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February 27, 2009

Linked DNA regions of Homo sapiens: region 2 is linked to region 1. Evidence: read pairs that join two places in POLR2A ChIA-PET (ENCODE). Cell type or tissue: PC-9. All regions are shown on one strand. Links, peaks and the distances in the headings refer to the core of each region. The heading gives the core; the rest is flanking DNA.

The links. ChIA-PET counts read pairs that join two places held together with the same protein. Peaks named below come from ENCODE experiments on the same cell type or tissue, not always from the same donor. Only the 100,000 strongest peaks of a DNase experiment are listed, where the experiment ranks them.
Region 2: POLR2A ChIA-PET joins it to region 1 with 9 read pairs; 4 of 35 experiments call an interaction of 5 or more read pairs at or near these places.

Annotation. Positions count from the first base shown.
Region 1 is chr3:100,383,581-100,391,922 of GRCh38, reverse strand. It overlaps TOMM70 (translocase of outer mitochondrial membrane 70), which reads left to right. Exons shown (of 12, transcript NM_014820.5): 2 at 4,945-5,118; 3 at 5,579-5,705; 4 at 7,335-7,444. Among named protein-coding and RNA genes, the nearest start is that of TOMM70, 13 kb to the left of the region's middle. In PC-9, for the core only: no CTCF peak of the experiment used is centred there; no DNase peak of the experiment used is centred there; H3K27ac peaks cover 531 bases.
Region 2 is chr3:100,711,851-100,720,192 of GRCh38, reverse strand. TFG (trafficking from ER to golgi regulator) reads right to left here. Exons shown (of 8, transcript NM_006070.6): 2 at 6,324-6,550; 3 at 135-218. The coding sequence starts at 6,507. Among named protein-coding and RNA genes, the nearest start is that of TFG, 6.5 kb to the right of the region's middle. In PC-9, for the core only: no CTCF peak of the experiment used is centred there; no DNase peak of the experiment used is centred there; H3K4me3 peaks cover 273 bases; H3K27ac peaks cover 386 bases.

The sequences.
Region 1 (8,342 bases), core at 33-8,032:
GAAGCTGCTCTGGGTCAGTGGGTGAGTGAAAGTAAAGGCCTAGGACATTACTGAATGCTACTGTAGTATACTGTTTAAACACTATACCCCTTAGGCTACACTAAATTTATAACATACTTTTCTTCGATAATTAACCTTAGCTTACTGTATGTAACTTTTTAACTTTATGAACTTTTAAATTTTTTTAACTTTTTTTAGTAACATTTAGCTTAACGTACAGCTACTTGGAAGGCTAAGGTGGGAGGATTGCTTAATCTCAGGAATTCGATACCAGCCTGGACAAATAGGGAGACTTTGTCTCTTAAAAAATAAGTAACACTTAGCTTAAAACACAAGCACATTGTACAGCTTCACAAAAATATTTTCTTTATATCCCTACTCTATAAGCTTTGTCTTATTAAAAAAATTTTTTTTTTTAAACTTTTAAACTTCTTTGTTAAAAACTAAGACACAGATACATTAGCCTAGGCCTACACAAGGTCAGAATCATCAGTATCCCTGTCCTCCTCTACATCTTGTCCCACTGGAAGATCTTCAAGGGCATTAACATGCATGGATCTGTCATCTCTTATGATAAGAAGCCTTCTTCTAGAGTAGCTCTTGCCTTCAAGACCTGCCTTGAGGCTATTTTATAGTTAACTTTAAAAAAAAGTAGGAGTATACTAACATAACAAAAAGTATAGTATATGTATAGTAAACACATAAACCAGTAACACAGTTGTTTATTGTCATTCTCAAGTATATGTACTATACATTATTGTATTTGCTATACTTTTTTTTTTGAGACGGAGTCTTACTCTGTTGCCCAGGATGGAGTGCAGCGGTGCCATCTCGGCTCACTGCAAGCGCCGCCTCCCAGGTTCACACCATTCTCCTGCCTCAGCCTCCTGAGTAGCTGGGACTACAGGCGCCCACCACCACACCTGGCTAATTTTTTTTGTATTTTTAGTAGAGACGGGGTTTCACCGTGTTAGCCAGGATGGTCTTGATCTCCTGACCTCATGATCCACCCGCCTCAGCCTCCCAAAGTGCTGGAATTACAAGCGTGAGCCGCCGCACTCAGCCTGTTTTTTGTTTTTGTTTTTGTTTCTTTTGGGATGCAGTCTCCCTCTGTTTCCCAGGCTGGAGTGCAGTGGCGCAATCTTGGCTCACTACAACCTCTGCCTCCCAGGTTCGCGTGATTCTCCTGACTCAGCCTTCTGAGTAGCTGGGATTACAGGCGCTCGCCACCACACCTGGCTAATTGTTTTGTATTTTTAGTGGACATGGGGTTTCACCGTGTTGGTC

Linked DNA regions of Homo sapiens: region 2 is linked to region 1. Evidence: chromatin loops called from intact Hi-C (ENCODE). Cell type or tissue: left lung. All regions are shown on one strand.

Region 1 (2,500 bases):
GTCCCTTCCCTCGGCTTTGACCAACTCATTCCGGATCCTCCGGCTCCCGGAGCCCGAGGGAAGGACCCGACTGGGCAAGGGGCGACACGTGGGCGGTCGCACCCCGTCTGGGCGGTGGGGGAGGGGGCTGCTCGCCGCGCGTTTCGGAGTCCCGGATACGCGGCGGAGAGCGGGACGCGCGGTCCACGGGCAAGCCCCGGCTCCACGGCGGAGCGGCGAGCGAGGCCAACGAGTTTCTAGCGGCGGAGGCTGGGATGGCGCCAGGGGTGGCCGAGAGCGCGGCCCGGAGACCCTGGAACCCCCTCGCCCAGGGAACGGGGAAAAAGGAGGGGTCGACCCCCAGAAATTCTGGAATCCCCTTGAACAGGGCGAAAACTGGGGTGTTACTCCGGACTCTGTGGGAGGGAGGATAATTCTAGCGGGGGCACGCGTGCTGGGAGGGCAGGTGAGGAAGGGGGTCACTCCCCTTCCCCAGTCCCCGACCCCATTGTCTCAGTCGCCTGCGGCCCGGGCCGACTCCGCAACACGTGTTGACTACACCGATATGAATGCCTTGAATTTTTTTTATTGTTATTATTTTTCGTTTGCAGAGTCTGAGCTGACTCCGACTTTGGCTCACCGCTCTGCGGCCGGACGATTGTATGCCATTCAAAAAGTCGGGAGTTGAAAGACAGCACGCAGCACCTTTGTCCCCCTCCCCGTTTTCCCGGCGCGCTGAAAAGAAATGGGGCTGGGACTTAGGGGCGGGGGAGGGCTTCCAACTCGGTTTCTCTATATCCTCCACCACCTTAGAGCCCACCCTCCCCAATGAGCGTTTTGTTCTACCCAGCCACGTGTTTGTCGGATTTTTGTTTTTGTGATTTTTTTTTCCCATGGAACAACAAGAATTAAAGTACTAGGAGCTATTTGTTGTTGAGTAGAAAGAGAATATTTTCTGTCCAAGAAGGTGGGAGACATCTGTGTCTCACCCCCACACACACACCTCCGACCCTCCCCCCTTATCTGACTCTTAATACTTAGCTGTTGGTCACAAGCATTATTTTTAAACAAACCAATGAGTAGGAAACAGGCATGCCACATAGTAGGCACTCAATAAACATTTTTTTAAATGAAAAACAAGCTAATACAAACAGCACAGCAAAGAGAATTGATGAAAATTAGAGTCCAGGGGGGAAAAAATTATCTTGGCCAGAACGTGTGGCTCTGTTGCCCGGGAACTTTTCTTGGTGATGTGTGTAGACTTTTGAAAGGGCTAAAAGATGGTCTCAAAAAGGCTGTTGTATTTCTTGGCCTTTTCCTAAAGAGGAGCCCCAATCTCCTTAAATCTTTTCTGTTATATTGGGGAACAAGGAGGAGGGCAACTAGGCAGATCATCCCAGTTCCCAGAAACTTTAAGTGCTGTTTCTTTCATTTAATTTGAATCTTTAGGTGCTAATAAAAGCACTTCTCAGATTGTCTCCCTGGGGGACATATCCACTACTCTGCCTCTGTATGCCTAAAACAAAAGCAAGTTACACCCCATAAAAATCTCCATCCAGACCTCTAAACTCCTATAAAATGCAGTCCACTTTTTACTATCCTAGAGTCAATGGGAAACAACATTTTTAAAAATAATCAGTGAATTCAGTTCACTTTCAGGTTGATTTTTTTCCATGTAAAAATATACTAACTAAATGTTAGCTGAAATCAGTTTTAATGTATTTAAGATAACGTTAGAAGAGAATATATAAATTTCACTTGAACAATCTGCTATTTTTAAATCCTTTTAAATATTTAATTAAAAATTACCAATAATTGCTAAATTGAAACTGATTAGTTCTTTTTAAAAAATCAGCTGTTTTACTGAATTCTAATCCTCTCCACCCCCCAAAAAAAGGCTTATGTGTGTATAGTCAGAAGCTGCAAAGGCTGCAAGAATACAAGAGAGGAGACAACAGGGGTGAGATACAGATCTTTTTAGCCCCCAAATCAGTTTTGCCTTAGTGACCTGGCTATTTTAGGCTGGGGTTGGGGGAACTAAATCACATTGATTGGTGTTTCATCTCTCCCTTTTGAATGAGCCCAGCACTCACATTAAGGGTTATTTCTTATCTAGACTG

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HERITAGE FLORIDA JEWISH NEWS, FEBRUARY 27, 2009 By Gregg J. Rickman WASHINGTON (JTA)-- The 2001 World Conference Against Racism. Racial Dis- crimination. Xenophobia and Related Intolerance. otherwise known as the Durban Conference. was a parley hijacked by radicals betraying the real purpose of the.event--the confronta- tion of racial discrimination worldwide. The April 2009 Durban II conference promises to top that fiasco, despite the Obama administratiorfs decision to attempt to influence the process. In the end it will be a Ho- locaust-denying, anti-Israel hatefest. The United States. the Europeans and all other democratic nations should boycott this cynical effort to incite racist hatred and religious bigotry. If the United States chooses to attend this fraudulent conference, we will legitimize and sanction the bigotry and racism practiced by the world's most intolerant. anti-democratic nations. Durban It: Boycott the conference practices to the Durban II process when it protested the credentials registration of the Canadian Council on Israel and Jewish Advocacy, in a preparatory meeting on the conference. As Hershell Ezrin. the council's chief executive officer, told the Canadian Jewish News last May, "The whole process had become so discriminatory to us. we felt that no matter how many times we answered their ques- tions and responded to shorter and shorter deadlines, we were asked the same questions over and over again." With Iran proudly serving as the center of Holocaust denial today, we can only imagine What it has up its sleeve for this conference. Syria objected recently to language in conference program documents citing the number of Jewish deaths during the Holocaust, say- ing it didn't want to engage in a statistical debate. [ran also objected to Holocaust references, complaining that banning denial was a restric- tion on freedom of expression. Indeed, it is these nations and their long and hostile records that cause the most concern. Let's look at a few of them. If you had to choose a re- sponsible chair for the begin- ning Conference Preparatory Committee. a safe bet would be to pass over Libya. Yetas the upside-down logic of Durban II goes, the Libyan representa- tiwe was elected by his peers along with vice chairmen from human rights-abusing nationssuch as Iran and Cuba. Libya's twisted worldview. if there were any doubts, was on exhibit last April when its deputy ambassador to the United Nations. [brahim Dabbashi. appeared before the Security Council and brazenly compared Israeli actions in Gaza at the time to the Nazis' systematic killing during the Holocaust. This is what happens when terrorist countries are elevat- ed to the stature of democratic states. What stunts will they try to pull at Durban II? Last year, Iran added its peculiar brand of democratic Yet these countries and their allies have been staunch defenders of the insertion of blasphemy legislation in nu- merous other U.N. forums, a policy that violates freedom of expression through the suppression of any criticism of Islam or its leaders. The Human Rights Coun- cil. the successor to the Human Rights Commission. also has been active in the planning of the conference at the request of the U.N. General Assembly. Yet the council, like its predecessor. has become irrevocably tarred with anti-Semitism and bias against Israel. As the State Department's March 2008 Report on Con- temporary Global Anti- Semitism explained about these two organizations, "For many years before its abolition, the Commission on Human Rights had a sepa- rate agenda item focusing solely on al!eged violations of Israel--namely, Item 8. 'Question of the violation of human rights in the occu- piedArab territories, includ- ing Palestine.' This allowed multiple resolutions against Israel, while no other coun- try could have more than one resolution run against it each year. No other country beside Israel had an agenda item exclusively scrutinizing it. This tradition has been continued by the new U.N. Human Rights Council." The report said later that "Several important countries, including estab- lished democracies, follow a policy of voting 'on principle' against all resolutions that criticize a specific country regardless of the merits-- unless that country is Israel, in which case they consis- tently vote in favor of critical resolutions." The timing of the Durban It conference is equally dis- turbing, as it will take place in Geneva, Switzerland. from April 20 to 24, overlapping Israel's annual observance of Yom HaShoah. or Holocaust Memorial Day, on April 21. How ironic it will be that a conference organized by the United Nations. which gave Durban II: Go to the conference PAGE 5A birth to Israel in 1948 out of the ashes of the Holocaust. promises to repeat its shame- ful performance of 2001 by again allowing the unbridled eliminationist hatred, con- demnation and slander of Israel. In encouraging this confer- ence to reconvene and worse. leaving it in the hands of the likes of Iran. Libya and other terrorist states, the United Nations again dishonors itself by allowing these tyrants a platform to impose their racial and religious bigotry on the world. How can the United States possibly be a part of this insanity? If we join this charade, we extend this dishonor through odr presence, sullying ourselves in the process. We must do the only honor- able deed and boycott Durban II, denying the world's terror- ists and bigots the privilege of our legitimizing presence among them. Gregg J Rickman served as the first U.S. special envoy to monitor and combat anti- Semitism from 2006 to 2009. By Shai Franklin NEW YORK (JTA)--In al- lowing U,S. representatives to attend consultations this week in Geneva. in a seri- ous attempt to detoxify the Durban Review Conference in April, President Obama has taken one of his first concrete steps to show the wo[d that the United States is not afraid to engage and on our own terms. Rather than immediately recasting the confrontational image perc.eived by so many during most of the Bush years, the new administra- tion may take advantage of the lingering resentment and apprehension as well as Barack Obama's credibility as an agent of progress and change. The world and the United Nations have been optimisti- cally curious about Obama's internationalist agenda and his new team. As those pre- paring the new U.S. strategy know well. "'new politics'"has not overtaken the United Na- tions or many of the regimes represented at its headquar- ters in New York and Geneva. The U.N.'s notoriously cynical human rights agenda is no exception. By exacting a price for joining the Durban process and other high-profile hu- man rights mechanisms, and possibly even giving a second chance to the International Criminal Cour the post- Bush United States might be able to strike a better deal if it does so before the diplo- matic swords are turned into ploughshares. The American Jewish community should be a natural advocate for this approach. Most immediately, the Durban Review process, fol- lowing up on the U.N.'s 2001 World Conference Against Racism held in Durban. South Africa, is both a threat and an opportunity to show that Washington is unwilling to let the fight against racism be hijacked without a fight. European governments will be hoping to avoid a boy- cott of Durban II, and U.S. participation will give them tremendous cover. Having made a non-decision under President Bush not to par- ticipate in the review of com- mitments from the infamous 2001 Durban conference, the United States must now be wooed to attend. The original conference. prootel as a global plat- form against racism, was commandeered easily by anti-Semitic and anti-Israel forces and left an indelible stain on the anti-racism agenda. If the internationally admired Obamaadministra- tion does not send a delega- tion. millions of Europeans, Asians and Africans will be forced to reassess their sup- port for so-called human rights crusaders and even the United Nations itself. The new administration already has demonstrated its good faith merely by participating in this week's discussions. Either of the two possible outcomes is preferrable to re- maining on the sidelines. The consensus statement deliv- ered by the European Union at last October's Preparatory Committee session in Geneva avoided any acknowledge- ment of the anti-Semitism and anti-Israel focus of Dur- ban I or the blatant anti-Israel * language already included for Durban II:--a disap- pointment if not a surprise. By reinforcing the position of working-level diplomats with direct intervention by the president or Secretary of State Hillary Rodham Clinton, Washington can set out specific conditions for attending April's review conference. If the Europeans are un- able or unwilling to stand up to those regimes using the universal fight against rac- ism to demonize Israel. then world opinion will excuse the United States of Obama: If there are guarantees of a responsible outcome docu- ment. the United States can agree to see it through. If a renewed U.S. effort succeeds. the eause of fighting racism is strengthened and Israel is spared yet another unfair series of condemnations. If the approach fails, we will be able to remind European allies and U.N. leaders that even a good-faith U.S. effort was rebuked. If Durban II is the first short-term test of whether the world's ideal U.S. presi- dent can make a dent in the U.N.'s business as usual, the Human Rights Council is a medium-term opportunity. The council was an over- promised and underprepared successor to the old Human Rights Commission. Ironi- cally, while its first two terms have been even more fo- cused on allegations against Israel at the expense of most other countries the counil continues to enjoy widespread benefit of the doubt because it was hailed as the great salvation and the U.N. system sees noway back. Durban II will come and go, but the Human Right Council will be around for years, and there may be no better moment for the United States to enter with some ad- vantage or even concessions. To start, the United States  can put governments on notice that Durban II is a test, and that if the review conference again brands Israel as the leading cause of racism worldwide, even with U.S. participation, there is no reason we should expect U.S. membership in the Human Rights Council to bring any better. Rather than wish- ing for our worst fears to be proven right, we should realize that Israel is best served by having the Unffed States--the 800-pound go- rilla in the room. In the long run. more than fighting racism and anti-Semitism at Durban It or regularly reviewing the full range of human rights guarantees, the International Criminal Court is the best hope for putting thugs on notice that there are enforce- able penalties for committing crimes against humanity, Americans--specifically American Jews--were in- strumental in conceiving the ICC, which the U.S. govern- ment subs,equently rejected on the rationale that U.S. soldiers might be subject to prosecution. Its roots go back to the Nuremburg tri- als following World War [I, where Hitler's henchmen faced international justice for atrocities unprecedented in modern history. The ad hoc Nuremburg model has been replicated, most notably for Rwanda and the former Yugoslavia, but a standing court to try ifl- dividual perpetrators and allow societies to rehabilitate themselves is indispensable to ensuring peace and politi- cal stability, With an expanded Demo- cratic majority in the U.S. Senate and many Republi- cans still committed to U.S. moral, leadership overseas. 2009 offers a new opportuni- ty for the United States to ad- dress outstanding concerns from a position of strength and finally sign on to this fundamental instrument of international law. Why should Jews or any Americans take a stand on an institution that often seems so corrupted and antithetical to our interests? The United States and Jews around the world were instrumental in crafting the United Nations and its human rights instruments. We did not support the UN's cl:eation as a means of defending the J'ewish state but as the best way to ensure justice and peace on Earth. We have allowed ourselves as a community to be dragged down to the level of our detractors, dignifying every unfair criticism with a phalanx of responses and counter-arguments. We have ceded the moral" high ground not on the question of Israel not com- mitting war crimes but on the principle that our role at the United Nations is to estab- lish international standards of decency. By supporting an effort to re-engage the United Nations on human rights, we not only enable the United States to reinforce its moral authority and to better protect Israel diplomatically. Most critically, since God Chose the Israelites to be a light unto the nations and not to focus exclusively on our own survival, we endeavor to take back the United Nations and redeem the concept of universal human rights, which has been trivialized for far too long. If Durban Il and the Hu- man Rights Council. as well as the Criminal Court. do not fulfill their potential, Israel surely will continue to face one-sided condemnation. More important, we will have failed in our obligation as Jews and our self-appointed mission as Americans. If our ideals mean anything, we must be willing to step .up and say so in absolute terms as well as not only a politi- cal tactic. The lessons of the Holocaust must mean more than saving Jews from future annihilation, as imperative as that is. Even before Hitler and the pogroms and the Crusades, we had a sacred task to repair the world. The reality of 192 dictator- ships and democracies each owning avote in the U.N. Gen- eral Assembly-is not going to change. President Obamahas emphasized repeatedly that this is the imperfect world the United States seeks to lead toward the right path. Despite the unpopularity of many U.S. leaders and poli- cies during the past several years and at other times in history, most citizens of the world still see America as a beacon and an ideal. This is a'cremendous asset and a unique burden. There is no time to waste. Shai Franklin is senior fellow for United Nations Affairs at the Institute on Religion and Public Policy. Dry Bones KAB00O00, Tr " BUT THE CRASH THAT'5 HARD A2OUND